When was the last time I saw her like that?
I am struck with fear and regret and shame and guilt. Every emotion comes rolling into me. She will be a senior in high school next year! But when I look at her, all I see is that sweet, innocent baby toddling down the pathway, her little pigtails, and her excitement at every new experience before her.
I can’t remember if I was ever so happy when I was her age, but I want to hold this moment for her. I want to tell her to lock it deep inside of her. To pull from it when she has lost her way. I want to hug her, and tell her that I will always love her, that I am so proud of the woman she is becoming.
I need time to slow down.
It’s going too fast! Please… I haven’t had enough time with her!
I haven’t gotten to enjoy who she is today yet!
I need to tell her how much she means to me, how much her laughter makes my heart burst with happiness and pride. I need her to know that I am harder on her, not just because she is the oldest, but because she has such naïve innocence, and such a trusting and open heart, that I am afraid that if she doesn’t learn fast enough, the world will swallow her up…and I am scared she will make choices out of fear, instead of searching for choices that suit exactly who she is, and who she will become. I simply want her prepared… because those were the choices I made. I was scared…and I was alone…and I didn’t know how wonderful the world could be…
I want her to know that I am here for her…even when she doesn’t do “life” the way I want her to. I want her to hold on to this moment..this exact feeling of freedom, and take it with her, to let it guide her on her way.

So many children, almost grown, all in the spot light, with their fresh faces and youthful innocence. I can see pieces of who they are, and who they are going to be. Some are so confident, yet others have no idea yet the strength they possess. The coming weeks, many of them will walk on stage again, this time to be handed a piece of paper that signifies the end of their childhood. They are rushing towards an unknown, and doing it with such excitement, I don’t have the heart to burst their bubble.
Each of them will fail.
They will fall again and again, and it will hurt. Most of them will stand back up, wipe the dirt off themselves, and take another step forward. The world is wide open for them, and their paths are unknown. I am excited for them… and I am scared for them. Mostly, I am scared, because this is the first time I have felt the intense sadness that this time next year, my daughter will be walking towards her own unknown.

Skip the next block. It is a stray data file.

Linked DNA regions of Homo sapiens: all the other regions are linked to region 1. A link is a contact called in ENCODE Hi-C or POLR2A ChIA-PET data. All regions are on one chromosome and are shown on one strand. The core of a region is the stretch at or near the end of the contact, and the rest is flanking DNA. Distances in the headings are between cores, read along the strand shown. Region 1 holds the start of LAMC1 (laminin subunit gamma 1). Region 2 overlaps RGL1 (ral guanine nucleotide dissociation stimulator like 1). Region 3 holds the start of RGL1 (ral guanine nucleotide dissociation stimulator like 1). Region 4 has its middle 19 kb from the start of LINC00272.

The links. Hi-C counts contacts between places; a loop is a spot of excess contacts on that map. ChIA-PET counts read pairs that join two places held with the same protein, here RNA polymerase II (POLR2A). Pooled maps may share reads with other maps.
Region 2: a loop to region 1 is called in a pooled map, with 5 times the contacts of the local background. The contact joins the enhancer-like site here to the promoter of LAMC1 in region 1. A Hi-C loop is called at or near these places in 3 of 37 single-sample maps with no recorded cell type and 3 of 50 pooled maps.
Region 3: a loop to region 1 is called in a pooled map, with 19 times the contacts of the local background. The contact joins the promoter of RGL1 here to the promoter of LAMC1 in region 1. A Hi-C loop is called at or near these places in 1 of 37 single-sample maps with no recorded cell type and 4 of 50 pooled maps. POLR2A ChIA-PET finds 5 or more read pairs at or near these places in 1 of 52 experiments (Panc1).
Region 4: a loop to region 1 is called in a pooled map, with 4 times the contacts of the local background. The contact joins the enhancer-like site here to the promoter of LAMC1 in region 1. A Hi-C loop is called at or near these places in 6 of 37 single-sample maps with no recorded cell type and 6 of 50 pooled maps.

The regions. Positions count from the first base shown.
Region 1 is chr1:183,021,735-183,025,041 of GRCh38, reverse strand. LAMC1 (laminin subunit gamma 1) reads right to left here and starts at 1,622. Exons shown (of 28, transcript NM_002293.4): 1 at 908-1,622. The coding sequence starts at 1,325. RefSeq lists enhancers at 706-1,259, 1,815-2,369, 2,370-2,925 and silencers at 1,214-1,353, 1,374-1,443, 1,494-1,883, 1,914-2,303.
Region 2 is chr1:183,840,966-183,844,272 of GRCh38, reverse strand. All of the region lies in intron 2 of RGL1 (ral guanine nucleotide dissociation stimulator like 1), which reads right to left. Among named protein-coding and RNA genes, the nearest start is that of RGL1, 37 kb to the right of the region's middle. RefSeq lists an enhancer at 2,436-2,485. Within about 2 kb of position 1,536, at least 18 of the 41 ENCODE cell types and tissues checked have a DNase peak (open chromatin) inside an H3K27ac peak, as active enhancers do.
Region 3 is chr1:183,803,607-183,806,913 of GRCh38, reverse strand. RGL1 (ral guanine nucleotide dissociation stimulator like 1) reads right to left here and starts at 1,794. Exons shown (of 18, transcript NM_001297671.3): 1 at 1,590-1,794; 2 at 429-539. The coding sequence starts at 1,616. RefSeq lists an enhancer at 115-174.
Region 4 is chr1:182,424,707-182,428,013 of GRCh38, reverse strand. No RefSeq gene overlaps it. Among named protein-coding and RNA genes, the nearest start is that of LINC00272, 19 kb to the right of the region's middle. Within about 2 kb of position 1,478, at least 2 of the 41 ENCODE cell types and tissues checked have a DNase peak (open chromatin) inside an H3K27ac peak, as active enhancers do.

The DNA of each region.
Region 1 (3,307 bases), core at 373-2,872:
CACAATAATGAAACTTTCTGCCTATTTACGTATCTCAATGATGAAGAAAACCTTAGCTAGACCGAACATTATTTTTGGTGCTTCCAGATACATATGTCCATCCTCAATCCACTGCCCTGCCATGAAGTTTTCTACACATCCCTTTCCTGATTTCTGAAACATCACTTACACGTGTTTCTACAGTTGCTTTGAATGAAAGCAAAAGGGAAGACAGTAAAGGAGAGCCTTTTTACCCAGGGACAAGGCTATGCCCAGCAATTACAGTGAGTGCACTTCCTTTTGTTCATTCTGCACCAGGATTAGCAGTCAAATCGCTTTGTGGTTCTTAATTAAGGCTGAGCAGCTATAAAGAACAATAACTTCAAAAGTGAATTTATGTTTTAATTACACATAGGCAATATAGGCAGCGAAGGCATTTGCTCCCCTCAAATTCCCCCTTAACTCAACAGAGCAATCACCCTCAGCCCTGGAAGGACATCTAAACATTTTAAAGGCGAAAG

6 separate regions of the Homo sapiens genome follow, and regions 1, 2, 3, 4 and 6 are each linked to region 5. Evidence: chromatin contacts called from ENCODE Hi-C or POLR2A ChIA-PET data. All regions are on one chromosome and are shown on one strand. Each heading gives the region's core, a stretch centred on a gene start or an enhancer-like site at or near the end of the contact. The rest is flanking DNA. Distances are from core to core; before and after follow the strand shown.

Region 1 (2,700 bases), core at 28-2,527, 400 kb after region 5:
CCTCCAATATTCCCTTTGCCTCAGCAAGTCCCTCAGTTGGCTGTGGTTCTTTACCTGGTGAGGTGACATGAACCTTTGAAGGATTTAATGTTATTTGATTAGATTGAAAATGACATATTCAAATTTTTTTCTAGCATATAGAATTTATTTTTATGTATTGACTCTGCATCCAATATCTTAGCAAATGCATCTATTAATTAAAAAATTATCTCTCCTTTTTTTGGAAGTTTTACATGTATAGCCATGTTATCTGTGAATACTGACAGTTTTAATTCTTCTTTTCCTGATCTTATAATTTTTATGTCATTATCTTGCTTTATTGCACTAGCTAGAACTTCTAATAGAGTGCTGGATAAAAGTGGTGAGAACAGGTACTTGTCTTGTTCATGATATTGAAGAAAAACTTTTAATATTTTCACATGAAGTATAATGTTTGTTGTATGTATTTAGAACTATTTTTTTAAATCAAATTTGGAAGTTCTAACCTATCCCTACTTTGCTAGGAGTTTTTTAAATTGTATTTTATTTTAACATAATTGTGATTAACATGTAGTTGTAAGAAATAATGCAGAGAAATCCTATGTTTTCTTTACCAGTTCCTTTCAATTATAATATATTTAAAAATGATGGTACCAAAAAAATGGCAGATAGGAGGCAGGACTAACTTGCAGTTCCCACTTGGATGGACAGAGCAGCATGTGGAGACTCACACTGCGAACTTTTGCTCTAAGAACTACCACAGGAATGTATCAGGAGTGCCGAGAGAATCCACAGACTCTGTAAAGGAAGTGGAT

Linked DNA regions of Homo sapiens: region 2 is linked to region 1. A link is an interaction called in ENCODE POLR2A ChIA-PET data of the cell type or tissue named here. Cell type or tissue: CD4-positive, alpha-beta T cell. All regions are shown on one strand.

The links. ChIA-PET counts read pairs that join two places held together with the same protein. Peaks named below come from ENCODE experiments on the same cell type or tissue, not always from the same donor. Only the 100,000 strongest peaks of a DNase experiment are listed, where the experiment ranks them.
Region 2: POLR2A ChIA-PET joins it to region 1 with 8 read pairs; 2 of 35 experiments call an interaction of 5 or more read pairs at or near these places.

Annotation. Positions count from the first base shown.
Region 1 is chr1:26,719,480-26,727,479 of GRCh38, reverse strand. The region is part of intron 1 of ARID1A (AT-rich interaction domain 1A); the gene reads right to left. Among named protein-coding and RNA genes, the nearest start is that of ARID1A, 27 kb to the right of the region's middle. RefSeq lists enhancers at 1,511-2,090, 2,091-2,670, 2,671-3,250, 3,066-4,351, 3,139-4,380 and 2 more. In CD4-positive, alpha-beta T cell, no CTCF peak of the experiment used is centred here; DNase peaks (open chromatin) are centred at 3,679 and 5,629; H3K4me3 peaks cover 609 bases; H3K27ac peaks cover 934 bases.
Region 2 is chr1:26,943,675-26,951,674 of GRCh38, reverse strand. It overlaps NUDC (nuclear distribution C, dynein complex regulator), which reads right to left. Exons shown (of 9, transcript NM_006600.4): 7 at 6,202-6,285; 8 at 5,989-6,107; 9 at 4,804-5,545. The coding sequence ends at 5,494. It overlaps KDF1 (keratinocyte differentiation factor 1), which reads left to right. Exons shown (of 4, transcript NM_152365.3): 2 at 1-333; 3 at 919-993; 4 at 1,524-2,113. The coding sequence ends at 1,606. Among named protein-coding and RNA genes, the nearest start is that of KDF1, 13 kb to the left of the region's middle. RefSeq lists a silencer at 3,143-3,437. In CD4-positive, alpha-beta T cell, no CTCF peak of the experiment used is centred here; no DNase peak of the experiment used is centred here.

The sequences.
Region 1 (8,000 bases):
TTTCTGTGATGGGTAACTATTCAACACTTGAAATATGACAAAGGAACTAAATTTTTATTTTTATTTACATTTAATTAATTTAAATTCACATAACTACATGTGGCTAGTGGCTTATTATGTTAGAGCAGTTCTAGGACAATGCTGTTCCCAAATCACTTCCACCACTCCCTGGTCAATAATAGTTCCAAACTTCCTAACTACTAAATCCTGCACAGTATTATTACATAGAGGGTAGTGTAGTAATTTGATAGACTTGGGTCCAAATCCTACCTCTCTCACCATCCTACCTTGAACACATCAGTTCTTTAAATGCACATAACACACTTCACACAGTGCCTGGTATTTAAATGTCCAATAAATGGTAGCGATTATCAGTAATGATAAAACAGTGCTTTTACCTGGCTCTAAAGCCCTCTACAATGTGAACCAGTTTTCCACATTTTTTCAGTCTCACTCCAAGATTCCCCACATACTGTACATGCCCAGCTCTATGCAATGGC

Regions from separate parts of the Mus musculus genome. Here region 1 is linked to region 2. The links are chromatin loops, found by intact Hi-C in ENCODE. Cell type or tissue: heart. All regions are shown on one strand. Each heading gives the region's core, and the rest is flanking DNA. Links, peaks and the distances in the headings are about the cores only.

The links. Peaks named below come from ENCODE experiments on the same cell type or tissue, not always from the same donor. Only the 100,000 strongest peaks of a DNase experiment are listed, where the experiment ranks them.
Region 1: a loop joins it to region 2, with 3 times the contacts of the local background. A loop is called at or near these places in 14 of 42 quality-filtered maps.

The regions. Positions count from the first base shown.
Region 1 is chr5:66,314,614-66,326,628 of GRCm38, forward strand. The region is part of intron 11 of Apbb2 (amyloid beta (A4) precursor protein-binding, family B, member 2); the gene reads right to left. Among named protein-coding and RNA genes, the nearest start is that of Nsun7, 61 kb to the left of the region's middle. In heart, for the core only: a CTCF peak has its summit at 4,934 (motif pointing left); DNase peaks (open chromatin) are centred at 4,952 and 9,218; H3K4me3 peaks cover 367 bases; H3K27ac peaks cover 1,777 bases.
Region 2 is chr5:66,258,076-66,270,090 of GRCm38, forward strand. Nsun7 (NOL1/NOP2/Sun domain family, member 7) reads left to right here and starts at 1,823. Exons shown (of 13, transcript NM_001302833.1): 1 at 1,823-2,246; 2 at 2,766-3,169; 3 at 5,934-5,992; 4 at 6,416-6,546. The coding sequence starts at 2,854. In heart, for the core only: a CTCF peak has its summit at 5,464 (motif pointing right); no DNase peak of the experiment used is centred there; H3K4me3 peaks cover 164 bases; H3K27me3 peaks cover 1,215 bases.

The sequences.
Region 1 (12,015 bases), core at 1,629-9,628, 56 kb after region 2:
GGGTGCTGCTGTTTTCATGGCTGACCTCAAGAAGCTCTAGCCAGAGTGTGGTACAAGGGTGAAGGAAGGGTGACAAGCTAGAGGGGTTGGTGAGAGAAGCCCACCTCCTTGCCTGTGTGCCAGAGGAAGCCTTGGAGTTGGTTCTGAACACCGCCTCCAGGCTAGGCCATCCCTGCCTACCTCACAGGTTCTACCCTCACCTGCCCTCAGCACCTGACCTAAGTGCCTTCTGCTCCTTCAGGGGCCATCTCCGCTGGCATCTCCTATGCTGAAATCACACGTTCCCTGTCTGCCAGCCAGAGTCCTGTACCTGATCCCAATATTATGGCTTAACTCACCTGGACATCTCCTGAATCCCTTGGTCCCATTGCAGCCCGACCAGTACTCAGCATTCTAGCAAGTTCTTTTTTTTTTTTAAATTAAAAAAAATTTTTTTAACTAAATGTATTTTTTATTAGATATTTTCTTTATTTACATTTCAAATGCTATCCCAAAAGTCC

I don’t understand. I am standing there, and I can remember being that exact age. Did I look like that? Did I have confidence, or was I simply placing a smile one my face, trying not to fall to pieces, as the world was suddenly larger than I thought, and there was no one I could fall back on when I failed.
Does my daughter smile, hiding her fears, trying to be brave…for me? Or for the world around her? Or both?
She gets that from me….because I am smiling as I sway along to the music. The song is almost over, as they begin slowly moving and bending, arms outreached, as they softly lower their voices and slow their tempo down. The song, “Stairway to Heaven” is almost over…and with it, the ending of a part of their childhood.

I forgive you…

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I forgive you.

It has taken me five years, but I can finally say these three words and truly mean them.

I forgive you.

It has been five excruciating years.  I have held on to this sadness and this rage for so long, I can’t remember what it’s like to look at you without feeling such grief.  Trust me, I have tried to move on, I have tried to let go, and still, there it is.

At first, I thought it was my fault. I thought I had done something to make you go away.  Maybe I said something? Maybe I didn’t say the right things?  I would lay awake, wondering how I could act better, do better, or say the right thing. Maybe I was too weak, and you couldn’t watch my struggles?

When he told you he was dying, you wrapped your arms around us both. We cried. We were all scared. He was dying. You wiped your tears away and looked at us both and promised you would be there for us.

You promised…

I don’t even know how it happened. It was so subtle. You were busy… Of course, you were.  You had to work, or you had obligations.  You always needed to be somewhere else.

At first, I made excuses for you. Because I knew there would be no way you would leave me to go through this alone.  I knew you cared. You were just busy.

But with every missed phone call, every text message left unanswered, you were in fact, telling me your truth.

You couldn’t handle it.

It’s okay now. I finally understand.  Every Facebook picture that showed you laughing, and smiling, each weekend out on the town.  The ski trips, the vacations…I saw them all.  I wanted to be happy for you.  I really did.  At first, I even made comments of how happy I was for you.  After all, you still needed to live your life. Sometimes, I would stare at those pictures…detesting you. You were so happy, and carefree…

You promised…